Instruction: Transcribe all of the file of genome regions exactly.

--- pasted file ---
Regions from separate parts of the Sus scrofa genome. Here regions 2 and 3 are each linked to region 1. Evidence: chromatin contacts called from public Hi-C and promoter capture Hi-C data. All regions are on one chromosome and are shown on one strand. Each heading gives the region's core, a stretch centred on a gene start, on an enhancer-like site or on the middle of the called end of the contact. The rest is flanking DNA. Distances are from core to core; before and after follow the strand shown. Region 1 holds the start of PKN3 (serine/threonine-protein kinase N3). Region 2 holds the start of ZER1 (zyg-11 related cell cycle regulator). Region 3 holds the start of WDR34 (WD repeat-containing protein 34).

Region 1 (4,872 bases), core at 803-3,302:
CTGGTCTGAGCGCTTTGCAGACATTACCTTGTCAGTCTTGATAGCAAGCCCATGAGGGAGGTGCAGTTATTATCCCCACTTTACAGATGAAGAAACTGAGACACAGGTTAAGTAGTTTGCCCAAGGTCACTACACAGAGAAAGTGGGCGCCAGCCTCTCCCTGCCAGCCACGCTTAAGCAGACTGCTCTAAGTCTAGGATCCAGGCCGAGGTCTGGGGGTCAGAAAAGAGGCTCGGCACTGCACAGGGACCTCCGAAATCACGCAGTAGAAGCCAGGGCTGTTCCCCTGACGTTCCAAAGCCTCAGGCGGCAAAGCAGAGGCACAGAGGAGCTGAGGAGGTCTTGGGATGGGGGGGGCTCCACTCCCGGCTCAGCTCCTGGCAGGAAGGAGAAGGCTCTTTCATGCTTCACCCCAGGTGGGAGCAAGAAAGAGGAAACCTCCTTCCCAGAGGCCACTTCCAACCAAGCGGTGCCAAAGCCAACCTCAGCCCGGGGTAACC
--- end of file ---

Regions from separate parts of the Sus scrofa genome. Here regions 2 and 3 are each linked to region 1. Evidence: chromatin contacts called from public Hi-C and promoter capture Hi-C data. All regions are on one chromosome and are shown on one strand. Each heading gives the region's core, a stretch centred on a gene start, on an enhancer-like site or on the middle of the called end of the contact. The rest is flanking DNA. Distances are from core to core; before and after follow the strand shown. Region 1 holds the start of PKN3 (serine/threonine-protein kinase N3). Region 2 holds the start of ZER1 (zyg-11 related cell cycle regulator). Region 3 holds the start of WDR34 (WD repeat-containing protein 34).

Region 1 (4,872 bases), core at 803-3,302:
CTGGTCTGAGCGCTTTGCAGACATTACCTTGTCAGTCTTGATAGCAAGCCCATGAGGGAGGTGCAGTTATTATCCCCACTTTACAGATGAAGAAACTGAGACACAGGTTAAGTAGTTTGCCCAAGGTCACTACACAGAGAAAGTGGGCGCCAGCCTCTCCCTGCCAGCCACGCTTAAGCAGACTGCTCTAAGTCTAGGATCCAGGCCGAGGTCTGGGGGTCAGAAAAGAGGCTCGGCACTGCACAGGGACCTCCGAAATCACGCAGTAGAAGCCAGGGCTGTTCCCCTGACGTTCCAAAGCCTCAGGCGGCAAAGCAGAGGCACAGAGGAGCTGAGGAGGTCTTGGGATGGGGGGGGCTCCACTCCCGGCTCAGCTCCTGGCAGGAAGGAGAAGGCTCTTTCATGCTTCACCCCAGGTGGGAGCAAGAAAGAGGAAACCTCCTTCCCAGAGGCCACTTCCAACCAAGCGGTGCCAAAGCCAACCTCAGCCCGGGGTAACC